Leading up to Plaintiff's discharge in April of 2005, Defendant maintains that the SLT's trust in Plaintiff continued to deteriorate. According to Motorola's account, which was largely corroborated by members of the human resources department and SLT executives, a great deal of noise had been heard from Plaintiff's co-workers about her personality and work style, and the growing consensus among members of upper management was that she was too focused on traveling and micro-managing, didn't accomplish the macro-level restructuring they sought, failed to engage the Project Olympics process, and generally took credit for others' work. This alleged decline in the SLT's perception of Plaintiff's capabilities culminated in the T1 meeting at the end of February and beginning of March, 2005 ("2005 T1 Meeting"). Meeting attendees engaged in a new Talent Review poll by which the best and worst high-level employees would be ranked.*fn4 At this meeting, the SLT determined that Tony Mampilly (Mampilly") would be invited to take the direct procurement position then held by Plaintiff. Though there is a great deal of disagreement between the parties regarding the trustworthiness of this process, in any event Plaintiff, along with one other elected officer, was given the worst possible score.*fn5
In light of the results of the 2005 T1 Meeting Talent Review, in March of 2005 Fenger informed Plaintiff that she would no longer be employed in her current position and should meet with Arlis McLean ("McLean") to discuss options for the future. Mclean offered her the opportunity to seek out other employment within the company, but the human resources department and Plaintiff were unable to come to a mutually satisfactory position to which she could apply. At this point, there were extended negotiations over a potential severance package that would be given to the Plaintiff at her departure, with much acrimony focused on the fact that Plaintiff would not be allowed to maintain employment until her stock options would vest, approximately two years later. As a last ditch effort, Plaintiff mentioned that she was considering filing a discrimination complaint with the EEOC, but this failed to restart negotiations.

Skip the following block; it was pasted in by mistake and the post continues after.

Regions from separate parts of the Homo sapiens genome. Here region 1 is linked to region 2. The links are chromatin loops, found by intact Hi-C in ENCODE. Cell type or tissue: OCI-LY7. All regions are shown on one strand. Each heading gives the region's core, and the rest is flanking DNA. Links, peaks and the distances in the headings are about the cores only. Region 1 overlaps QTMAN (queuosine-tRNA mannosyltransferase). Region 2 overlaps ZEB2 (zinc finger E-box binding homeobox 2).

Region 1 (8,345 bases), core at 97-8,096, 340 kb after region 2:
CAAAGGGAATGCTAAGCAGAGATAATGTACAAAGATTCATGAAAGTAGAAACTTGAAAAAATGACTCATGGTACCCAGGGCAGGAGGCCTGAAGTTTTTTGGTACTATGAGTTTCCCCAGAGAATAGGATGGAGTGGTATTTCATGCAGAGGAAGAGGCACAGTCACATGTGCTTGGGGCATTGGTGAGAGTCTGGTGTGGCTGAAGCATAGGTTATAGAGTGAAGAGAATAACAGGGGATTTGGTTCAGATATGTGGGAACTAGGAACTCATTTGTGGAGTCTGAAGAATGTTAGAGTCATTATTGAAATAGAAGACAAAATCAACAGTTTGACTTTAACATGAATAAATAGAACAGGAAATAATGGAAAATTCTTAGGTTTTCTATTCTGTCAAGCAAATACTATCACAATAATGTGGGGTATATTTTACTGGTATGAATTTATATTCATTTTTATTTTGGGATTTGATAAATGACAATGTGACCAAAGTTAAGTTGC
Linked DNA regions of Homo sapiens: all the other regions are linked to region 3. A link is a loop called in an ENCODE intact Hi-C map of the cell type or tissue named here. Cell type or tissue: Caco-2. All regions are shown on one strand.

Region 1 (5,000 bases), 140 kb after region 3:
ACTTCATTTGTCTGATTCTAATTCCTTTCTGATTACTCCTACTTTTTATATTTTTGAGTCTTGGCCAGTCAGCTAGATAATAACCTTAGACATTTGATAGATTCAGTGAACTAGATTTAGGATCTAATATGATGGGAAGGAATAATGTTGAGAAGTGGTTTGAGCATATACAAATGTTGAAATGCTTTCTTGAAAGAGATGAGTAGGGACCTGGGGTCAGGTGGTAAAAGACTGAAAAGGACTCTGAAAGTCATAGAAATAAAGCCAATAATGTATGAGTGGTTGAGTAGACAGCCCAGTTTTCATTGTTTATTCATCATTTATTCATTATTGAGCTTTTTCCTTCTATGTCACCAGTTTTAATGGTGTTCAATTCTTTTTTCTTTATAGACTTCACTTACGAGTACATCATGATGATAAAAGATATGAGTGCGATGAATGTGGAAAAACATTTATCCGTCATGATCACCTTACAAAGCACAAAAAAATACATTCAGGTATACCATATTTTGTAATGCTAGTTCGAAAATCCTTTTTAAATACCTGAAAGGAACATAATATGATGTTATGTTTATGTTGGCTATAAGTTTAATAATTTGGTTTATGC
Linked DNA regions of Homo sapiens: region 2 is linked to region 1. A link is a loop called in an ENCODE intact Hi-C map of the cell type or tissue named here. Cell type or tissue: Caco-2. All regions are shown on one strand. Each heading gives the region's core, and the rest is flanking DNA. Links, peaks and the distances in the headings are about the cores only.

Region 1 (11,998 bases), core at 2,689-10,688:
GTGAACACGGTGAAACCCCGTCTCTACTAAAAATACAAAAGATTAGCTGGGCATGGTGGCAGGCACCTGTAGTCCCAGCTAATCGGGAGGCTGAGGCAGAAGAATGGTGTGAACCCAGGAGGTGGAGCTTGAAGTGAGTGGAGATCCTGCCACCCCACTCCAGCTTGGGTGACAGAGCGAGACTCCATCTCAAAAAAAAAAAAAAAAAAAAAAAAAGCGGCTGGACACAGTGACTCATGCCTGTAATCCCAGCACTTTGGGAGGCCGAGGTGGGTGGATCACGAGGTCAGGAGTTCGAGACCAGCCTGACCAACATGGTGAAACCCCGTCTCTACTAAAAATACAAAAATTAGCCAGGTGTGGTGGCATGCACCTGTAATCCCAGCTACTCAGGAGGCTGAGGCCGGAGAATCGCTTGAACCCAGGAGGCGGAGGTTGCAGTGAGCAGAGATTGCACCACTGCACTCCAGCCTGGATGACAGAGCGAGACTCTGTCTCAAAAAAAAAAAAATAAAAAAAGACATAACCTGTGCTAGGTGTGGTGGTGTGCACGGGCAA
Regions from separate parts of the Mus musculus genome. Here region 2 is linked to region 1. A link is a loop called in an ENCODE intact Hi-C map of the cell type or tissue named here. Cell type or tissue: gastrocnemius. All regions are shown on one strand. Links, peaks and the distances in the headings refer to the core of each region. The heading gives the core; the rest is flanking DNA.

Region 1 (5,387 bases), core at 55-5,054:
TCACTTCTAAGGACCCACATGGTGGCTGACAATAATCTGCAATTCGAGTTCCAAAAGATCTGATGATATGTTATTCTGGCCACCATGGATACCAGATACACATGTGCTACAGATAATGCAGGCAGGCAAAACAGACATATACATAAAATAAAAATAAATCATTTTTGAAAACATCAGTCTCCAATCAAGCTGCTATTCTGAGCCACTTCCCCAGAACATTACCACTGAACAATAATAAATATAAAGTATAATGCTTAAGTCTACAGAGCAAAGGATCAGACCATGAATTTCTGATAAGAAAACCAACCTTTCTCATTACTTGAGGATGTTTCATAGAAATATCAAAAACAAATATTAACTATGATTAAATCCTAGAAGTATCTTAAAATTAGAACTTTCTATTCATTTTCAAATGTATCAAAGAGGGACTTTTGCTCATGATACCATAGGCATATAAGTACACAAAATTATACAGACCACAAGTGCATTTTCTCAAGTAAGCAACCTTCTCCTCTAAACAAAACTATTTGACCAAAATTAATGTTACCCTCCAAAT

Plaintiff executed a Charge of Discrimination with the Equal Employment Opportunity Commission ("EEOC") on April 14, 2004. In it, she alleged sex, age, and other discrimination that took place between December of 2004 and April of 2005. Included in the two-page attachment was a description of the above circumstances, along with additional detail regarding her requests to find out the reason for the adverse employment decisions. Plaintiff claims that these inquiries were met with the response that the SLT no longer supported her due to "noise" from her fellow employees. On July 19, 2005, Plaintiff filed this complaint against Defendant for discrimination and retaliation under Title VII, factually based on Motorola's actions including its promotion of other employees, reduction of Plaintiff's work responsibilities, and the fact and terms of her discharge.
A party seeking summary judgment has the burden of showing, through "pleadings, depositions, answers to interrogatories, and admissions on file, together with the affidavits, if any," that there are no genuine issues of material fact that would prevent judgment as a matter of law. Fed. R. Civ. P. 56(c). On a motion for summary judgment, courts "must construe all facts in the light most favorable to the non-moving party and draw all reasonable and justifiable inferences in favor of that party." Allen v. Cedar Real Estate Group, LLP, 236 F.3d 374, 380 (7th Cir. 2001).
Even so, the nonmoving party may not rest upon mere allegations in the pleadings or upon conclusory statements in affidavits; rather, he must go beyond the pleadings and support his contentions with proper documentary evidence. Celotex Corp. v. Catrett, 477 U.S. 317, 322-23 (1986). To successfully oppose the motion for summary judgment, the non-movant must do more than raise a "metaphysical doubt" as to the material facts, see Wolf v. Northwest Ind. Symphony Soc'y, 250 F.3d 1136, 1141 (7th Cir. 2001) (citation and quotation omitted), and instead must present definite, competent evidence to rebut the motion, see Albiero v. City of Kankakee, 246 F.3d 927, 932 (7th Cir. 2001); Fed. R. Civ. P. 56(c). In ruling on a motion for summary judgment, the Court must decide, based on admissible evidence, whether any material dispute of fact exists that requires a trial. Waldridge v. Am. Hoechst Corp., 24 F.3d 918, 920 (7th Cir. 1994).